Unfortunately, 4 was considered an Obvious Beta by developer Banpresto, who thought they could do way better, thus made an Updated Re-release version for the Sega Saturn called Super Robot Wars F in 1997, a partial, but greatly expanded remake of 4 with an enhanced plot, game engine and an additional Humongous Mecha series added (but at the cost of some previous series being removed). F would be followed up nearly six months later into 1998 with the sequel Super Robot Wars F Final, which showcased the debut of the Mazinkaiser in any medium.
Both games would be ported to the Sony PlayStation. 4 was actually remade earlier in 1996 into Super Robot Wars 4 Scramble, featuring voice acting and CG movies for the time in the franchise. However, Scramble has been Retconned by F and F Final, so no worries there about not playing this obscure Video Game Remake.
The Inspectors have been defeated, but this is still not the end for the Earth and its hostilities with extraterrestrials, as the "Guests" of the Zuvorg Alliance have arrived to finish what the Inspectors have started. Excluding what occurs in the second half of Masou Kishin: The Lord of Elemental, the story of 4 marks the end of the "Classic Timeline".
Series present in Super Robot Wars 4 and Super Robot Wars F/F Final (Bold indicates entries that debuted in 4)
- Mazinger Z
- Getter Robo
- Getter Robo G
- Shin Getter Robo (manga)
- Mobile Suit Gundam
- Super Electromagnetic Robo Combattler V
- Invincible Steel Man Daitarn 3
- Warring Demon God GoShogun
- Aura Battler Dunbine
- Heavy Metal L-Gaim
- Super Beast Machine God Dancougar
- Banpresto Originals
Series exclusive to Super Robot Wars 4 (Bold indicates debuting entries)
- UFO Robo Grendizer
- Brave Raideen
- Invincible Super Man Zambot 3
- Brave Leader Daimos
- New Story of Aura Battler Dunbine (Units/Fairy only)
- Gundam Sentinel (Units only)
Series exclusive to Super Robot Wars F and F Final (Bold indicates debuting entries)
- Neon Genesis Evangelion (Debuted in F)
- Mobile Fighter G Gundam (Appeared in F)
- New Mobile Report Gundam Wing (Appeared in F)
- New Mobile Report Gundam Wing: Endless Waltz (Debuted in F Final)
- Space Runaway Ideon (Debuted in F Final)
- Aim for the Top! Gunbuster (Debuted in F Final)
- Mazinkaiser (Banpresto version) (Debuted in F Final)
Tropes common to Super Robot Wars 4 are:
- Arrested for Heroism: In 4, Jamitov Hymem tries to have Londo Bell hauled in and dealt with after he gains control of the Earth Federation forces. In response, the heroes end up going independent for a dozen or so missions.
- The Artifact: The option to have allied units act in a preset way on enemy turns (counterattack/defend/dodge) is still here, but there's very little benefit to using anything except the new Manual option.
- Art Evolution: 4 is the first game in the franchise to feature Humongous Mecha looking remarkably well-drawn with a more modern, less "cartoony" look, despite it being Super-Deformed as per formula. Future games simply refined on this aspect even further.
- Although Super Robot Wars EX did this to a larger extent, Banpresto went whole hog with 4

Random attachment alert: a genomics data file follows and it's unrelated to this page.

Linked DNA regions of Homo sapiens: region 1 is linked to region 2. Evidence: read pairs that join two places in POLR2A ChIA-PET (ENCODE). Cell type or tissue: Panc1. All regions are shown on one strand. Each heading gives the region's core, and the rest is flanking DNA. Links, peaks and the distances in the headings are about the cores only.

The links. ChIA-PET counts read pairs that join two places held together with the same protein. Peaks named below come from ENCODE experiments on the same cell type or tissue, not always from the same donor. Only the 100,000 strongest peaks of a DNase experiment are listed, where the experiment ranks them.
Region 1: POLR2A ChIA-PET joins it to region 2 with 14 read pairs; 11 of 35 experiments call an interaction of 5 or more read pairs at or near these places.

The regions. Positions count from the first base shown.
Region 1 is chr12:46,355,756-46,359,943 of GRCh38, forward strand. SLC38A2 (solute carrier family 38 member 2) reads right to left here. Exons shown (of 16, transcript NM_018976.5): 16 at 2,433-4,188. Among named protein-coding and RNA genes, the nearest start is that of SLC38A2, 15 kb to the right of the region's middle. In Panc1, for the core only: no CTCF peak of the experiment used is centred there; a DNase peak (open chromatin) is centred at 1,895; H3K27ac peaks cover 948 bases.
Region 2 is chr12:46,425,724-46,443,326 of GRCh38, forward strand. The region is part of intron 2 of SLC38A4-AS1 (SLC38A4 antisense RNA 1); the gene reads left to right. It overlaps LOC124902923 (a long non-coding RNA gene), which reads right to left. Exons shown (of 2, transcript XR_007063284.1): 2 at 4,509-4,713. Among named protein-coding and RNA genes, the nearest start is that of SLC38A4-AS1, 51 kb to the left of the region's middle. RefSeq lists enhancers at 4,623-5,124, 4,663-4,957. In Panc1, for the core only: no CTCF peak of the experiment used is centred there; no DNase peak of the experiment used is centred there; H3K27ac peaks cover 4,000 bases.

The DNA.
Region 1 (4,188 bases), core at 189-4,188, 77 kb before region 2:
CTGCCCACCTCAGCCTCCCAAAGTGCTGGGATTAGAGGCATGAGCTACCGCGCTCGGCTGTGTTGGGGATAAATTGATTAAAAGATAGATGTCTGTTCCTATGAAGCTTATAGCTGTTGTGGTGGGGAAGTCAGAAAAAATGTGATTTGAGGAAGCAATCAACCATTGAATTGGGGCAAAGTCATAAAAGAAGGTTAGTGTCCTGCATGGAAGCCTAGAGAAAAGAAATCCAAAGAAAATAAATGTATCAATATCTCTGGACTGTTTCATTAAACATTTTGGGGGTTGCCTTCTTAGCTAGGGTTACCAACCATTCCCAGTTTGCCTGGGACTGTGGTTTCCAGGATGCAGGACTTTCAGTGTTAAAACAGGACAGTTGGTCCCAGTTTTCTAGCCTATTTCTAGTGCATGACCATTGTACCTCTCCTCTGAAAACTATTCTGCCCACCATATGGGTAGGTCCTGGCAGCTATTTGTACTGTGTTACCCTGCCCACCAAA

- Bag of Spilling: The excuse that 4 uses to downgrade the player's army is that the increasingly Titan-controlled Earth Federation distrusts Londo Bell following their sudden disappearance during the events of Super Robot Wars EX.
- Breakout Character: Out of the eight originals in 4, only Irm and Ring reappear in Alpha and Original Generation. Doubles as a source of Epileptic Trees due to the absence of the other six.
- Canon Immigrant: Go Nagai was asked by Banpresto to create an exclusive Mazinger Z Mid-Season Upgrade for Kouji Kabuto. Not only was the Mazinkaiser lauded for its design by fans, the positive reception was enough for Nagai to quickly incorporate the unit into Mazinger canon, later giving it its own series.
- Character Customization: Unlike Super Robot Wars 2 and 3, 4 allowed the player to manually select from eight original characters, each with a specific character archetype, to be the protagonist of the story - male/female, who their Love Interest is, and whether they will use a Real Robot or Super Robot. (Though, funnily enough, for the first half or so of 4/S and all of F, you are instead in a "Type R" or "Type S" Gespenst, depending on choice, meaning even super pilots are in a "real" for part of the game, albeit one that can do very convincingly super things.) F then expanded the system further, allowing you to pick one of the appearances as your own for the character, define their name, birth date, blood type (the two of which determined your spirit commands) and personality (which chose their vocal set), and allowed you to customize their (mandatorally opposite-sex) partner. The pre-set profiles remained if you didn't want to fiddle with this.
- Continuity Cameo: Mixed with Continuity Nod - if players had been following Hero Senki: Project Olympus at the time of release, they would recognize Gilliam Yeager, having made his debut Super Robot Wars appearance, albeit as a cameo, in 4. This includes the Gespenst, which is based off of Gilliam's original machine, the "XN Geist" from the same game.